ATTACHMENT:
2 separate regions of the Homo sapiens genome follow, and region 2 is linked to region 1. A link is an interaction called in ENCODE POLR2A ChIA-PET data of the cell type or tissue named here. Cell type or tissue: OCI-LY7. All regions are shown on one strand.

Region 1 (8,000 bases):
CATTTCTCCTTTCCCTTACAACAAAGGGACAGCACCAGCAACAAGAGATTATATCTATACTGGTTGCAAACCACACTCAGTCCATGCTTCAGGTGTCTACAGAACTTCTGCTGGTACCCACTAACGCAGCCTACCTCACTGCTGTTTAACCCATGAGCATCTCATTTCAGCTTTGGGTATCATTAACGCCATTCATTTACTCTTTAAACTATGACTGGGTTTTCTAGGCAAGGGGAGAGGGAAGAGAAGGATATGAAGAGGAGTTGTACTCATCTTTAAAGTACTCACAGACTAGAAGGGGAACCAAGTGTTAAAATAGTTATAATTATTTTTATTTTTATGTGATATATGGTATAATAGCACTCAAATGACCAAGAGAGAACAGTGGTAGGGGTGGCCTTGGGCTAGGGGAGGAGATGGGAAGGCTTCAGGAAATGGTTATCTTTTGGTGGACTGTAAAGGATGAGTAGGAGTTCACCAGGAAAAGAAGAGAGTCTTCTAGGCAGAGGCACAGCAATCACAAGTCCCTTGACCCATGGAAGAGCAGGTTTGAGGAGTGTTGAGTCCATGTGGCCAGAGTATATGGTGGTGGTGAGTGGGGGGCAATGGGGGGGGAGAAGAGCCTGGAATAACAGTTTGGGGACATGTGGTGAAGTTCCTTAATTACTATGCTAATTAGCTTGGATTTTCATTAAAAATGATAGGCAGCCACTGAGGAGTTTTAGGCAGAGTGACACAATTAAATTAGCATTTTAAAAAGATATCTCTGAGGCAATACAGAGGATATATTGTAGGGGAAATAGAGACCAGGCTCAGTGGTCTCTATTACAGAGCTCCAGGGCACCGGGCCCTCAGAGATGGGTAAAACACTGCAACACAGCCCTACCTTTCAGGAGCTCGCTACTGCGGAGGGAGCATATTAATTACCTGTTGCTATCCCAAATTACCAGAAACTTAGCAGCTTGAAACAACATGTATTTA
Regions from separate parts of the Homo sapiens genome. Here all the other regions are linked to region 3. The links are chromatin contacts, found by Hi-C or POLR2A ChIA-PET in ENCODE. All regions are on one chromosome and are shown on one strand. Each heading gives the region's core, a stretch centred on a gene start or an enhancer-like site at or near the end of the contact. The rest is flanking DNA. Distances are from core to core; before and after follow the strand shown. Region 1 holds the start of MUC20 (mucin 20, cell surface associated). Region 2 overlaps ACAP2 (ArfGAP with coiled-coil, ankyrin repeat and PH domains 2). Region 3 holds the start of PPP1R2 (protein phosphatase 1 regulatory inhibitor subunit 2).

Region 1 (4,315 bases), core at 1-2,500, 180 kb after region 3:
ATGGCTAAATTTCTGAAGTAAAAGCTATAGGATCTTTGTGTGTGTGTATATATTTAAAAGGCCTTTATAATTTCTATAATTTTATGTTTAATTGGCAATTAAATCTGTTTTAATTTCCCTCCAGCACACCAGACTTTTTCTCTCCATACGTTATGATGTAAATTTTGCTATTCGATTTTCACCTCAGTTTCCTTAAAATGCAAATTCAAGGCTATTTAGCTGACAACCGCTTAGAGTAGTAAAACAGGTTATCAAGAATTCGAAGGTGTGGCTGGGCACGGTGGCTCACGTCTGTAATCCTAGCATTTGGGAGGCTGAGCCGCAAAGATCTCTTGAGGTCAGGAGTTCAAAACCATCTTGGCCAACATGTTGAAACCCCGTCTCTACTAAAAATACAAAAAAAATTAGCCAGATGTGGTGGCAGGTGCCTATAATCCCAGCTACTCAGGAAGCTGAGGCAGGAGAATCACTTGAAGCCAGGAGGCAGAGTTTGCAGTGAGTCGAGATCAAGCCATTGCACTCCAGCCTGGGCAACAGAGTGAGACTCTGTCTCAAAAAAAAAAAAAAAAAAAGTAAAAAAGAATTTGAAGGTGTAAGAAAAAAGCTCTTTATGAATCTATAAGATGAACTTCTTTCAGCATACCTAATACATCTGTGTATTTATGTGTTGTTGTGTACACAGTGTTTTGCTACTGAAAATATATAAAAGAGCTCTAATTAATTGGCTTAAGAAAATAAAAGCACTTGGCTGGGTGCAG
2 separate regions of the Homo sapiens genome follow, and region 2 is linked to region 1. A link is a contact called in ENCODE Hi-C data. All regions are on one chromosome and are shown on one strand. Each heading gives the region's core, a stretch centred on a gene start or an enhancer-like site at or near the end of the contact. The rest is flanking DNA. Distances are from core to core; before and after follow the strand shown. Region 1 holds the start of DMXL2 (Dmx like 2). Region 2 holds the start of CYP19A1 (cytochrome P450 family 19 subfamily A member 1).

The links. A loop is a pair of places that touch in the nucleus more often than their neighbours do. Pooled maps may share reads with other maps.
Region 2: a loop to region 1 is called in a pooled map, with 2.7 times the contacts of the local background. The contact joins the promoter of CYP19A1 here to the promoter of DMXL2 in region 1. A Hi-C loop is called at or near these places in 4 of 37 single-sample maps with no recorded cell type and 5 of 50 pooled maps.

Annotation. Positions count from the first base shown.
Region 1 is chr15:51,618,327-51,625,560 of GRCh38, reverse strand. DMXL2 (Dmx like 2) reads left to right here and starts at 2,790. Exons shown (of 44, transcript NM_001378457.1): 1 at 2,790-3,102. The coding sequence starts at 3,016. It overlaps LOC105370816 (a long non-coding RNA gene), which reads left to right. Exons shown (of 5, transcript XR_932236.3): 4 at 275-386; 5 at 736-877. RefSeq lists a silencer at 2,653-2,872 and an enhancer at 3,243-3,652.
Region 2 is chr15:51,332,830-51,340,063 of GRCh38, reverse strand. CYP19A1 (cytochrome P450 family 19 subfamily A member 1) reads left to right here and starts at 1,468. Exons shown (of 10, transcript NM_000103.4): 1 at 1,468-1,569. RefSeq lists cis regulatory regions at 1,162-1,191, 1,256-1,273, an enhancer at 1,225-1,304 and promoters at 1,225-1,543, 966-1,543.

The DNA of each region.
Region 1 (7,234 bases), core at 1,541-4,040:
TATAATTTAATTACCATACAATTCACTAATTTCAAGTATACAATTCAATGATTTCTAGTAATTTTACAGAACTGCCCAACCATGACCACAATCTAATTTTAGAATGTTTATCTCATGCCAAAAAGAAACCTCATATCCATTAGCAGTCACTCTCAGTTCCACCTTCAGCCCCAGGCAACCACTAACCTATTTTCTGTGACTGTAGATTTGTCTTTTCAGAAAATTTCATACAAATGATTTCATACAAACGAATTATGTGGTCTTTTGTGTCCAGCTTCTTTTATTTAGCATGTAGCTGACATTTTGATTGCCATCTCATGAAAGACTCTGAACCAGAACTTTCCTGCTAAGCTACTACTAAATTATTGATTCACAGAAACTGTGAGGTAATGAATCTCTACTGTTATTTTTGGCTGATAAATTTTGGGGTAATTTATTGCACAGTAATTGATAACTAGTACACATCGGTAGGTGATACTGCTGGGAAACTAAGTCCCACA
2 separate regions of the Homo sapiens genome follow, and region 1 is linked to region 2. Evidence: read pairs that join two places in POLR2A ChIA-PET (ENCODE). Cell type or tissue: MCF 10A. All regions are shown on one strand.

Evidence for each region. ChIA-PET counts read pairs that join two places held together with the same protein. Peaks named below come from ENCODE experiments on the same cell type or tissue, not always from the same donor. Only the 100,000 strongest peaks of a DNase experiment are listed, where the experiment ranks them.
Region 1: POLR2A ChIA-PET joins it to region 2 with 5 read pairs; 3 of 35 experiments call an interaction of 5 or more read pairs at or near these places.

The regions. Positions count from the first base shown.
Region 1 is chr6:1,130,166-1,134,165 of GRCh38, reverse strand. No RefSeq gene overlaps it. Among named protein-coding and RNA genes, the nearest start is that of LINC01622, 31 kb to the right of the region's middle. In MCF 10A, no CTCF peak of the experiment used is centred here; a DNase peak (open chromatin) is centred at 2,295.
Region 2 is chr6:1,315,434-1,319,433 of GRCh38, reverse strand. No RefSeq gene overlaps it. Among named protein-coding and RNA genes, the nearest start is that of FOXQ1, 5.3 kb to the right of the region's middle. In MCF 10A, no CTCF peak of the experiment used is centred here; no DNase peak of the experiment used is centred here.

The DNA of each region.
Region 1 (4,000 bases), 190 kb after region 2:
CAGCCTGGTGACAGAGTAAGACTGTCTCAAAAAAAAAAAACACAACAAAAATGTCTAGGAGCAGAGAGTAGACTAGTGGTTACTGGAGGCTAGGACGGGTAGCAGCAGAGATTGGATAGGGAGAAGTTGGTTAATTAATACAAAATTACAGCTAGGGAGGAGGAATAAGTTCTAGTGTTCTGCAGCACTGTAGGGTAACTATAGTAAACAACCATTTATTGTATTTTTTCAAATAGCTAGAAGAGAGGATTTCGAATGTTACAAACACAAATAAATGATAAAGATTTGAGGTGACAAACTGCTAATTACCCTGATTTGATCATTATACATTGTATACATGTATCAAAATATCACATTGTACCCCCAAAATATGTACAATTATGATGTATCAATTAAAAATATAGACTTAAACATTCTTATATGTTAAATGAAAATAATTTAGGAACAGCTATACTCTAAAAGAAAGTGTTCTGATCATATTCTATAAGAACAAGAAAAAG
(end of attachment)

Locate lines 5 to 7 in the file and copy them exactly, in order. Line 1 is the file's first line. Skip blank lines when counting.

Region 1 (4,315 bases), core at 1-2,500, 180 kb after region 3:
ATGGCTAAATTTCTGAAGTAAAAGCTATAGGATCTTTGTGTGTGTGTATATATTTAAAAGGCCTTTATAATTTCTATAATTTTATGTTTAATTGGCAATTAAATCTGTTTTAATTTCCCTCCAGCACACCAGACTTTTTCTCTCCATACGTTATGATGTAAATTTTGCTATTCGATTTTCACCTCAGTTTCCTTAAAATGCAAATTCAAGGCTATTTAGCTGACAACCGCTTAGAGTAGTAAAACAGGTTATCAAGAATTCGAAGGTGTGGCTGGGCACGGTGGCTCACGTCTGTAATCCTAGCATTTGGGAGGCTGAGCCGCAAAGATCTCTTGAGGTCAGGAGTTCAAAACCATCTTGGCCAACATGTTGAAACCCCGTCTCTACTAAAAATACAAAAAAAATTAGCCAGATGTGGTGGCAGGTGCCTATAATCCCAGCTACTCAGGAAGCTGAGGCAGGAGAATCACTTGAAGCCAGGAGGCAGAGTTTGCAGTGAGTCGAGATCAAGCCATTGCACTCCAGCCTGGGCAACAGAGTGAGACTCTGTCTCAAAAAAAAAAAAAAAAAAAGTAAAAAAGAATTTGAAGGTGTAAGAAAAAAGCTCTTTATGAATCTATAAGATGAACTTCTTTCAGCATACCTAATACATCTGTGTATTTATGTGTTGTTGTGTACACAGTGTTTTGCTACTGAAAATATATAAAAGAGCTCTAATTAATTGGCTTAAGAAAATAAAAGCACTTGGCTGGGTGCAG
2 separate regions of the Homo sapiens genome follow, and region 2 is linked to region 1. A link is a contact called in ENCODE Hi-C data. All regions are on one chromosome and are shown on one strand. Each heading gives the region's core, a stretch centred on a gene start or an enhancer-like site at or near the end of the contact. The rest is flanking DNA. Distances are from core to core; before and after follow the strand shown. Region 1 holds the start of DMXL2 (Dmx like 2). Region 2 holds the start of CYP19A1 (cytochrome P450 family 19 subfamily A member 1).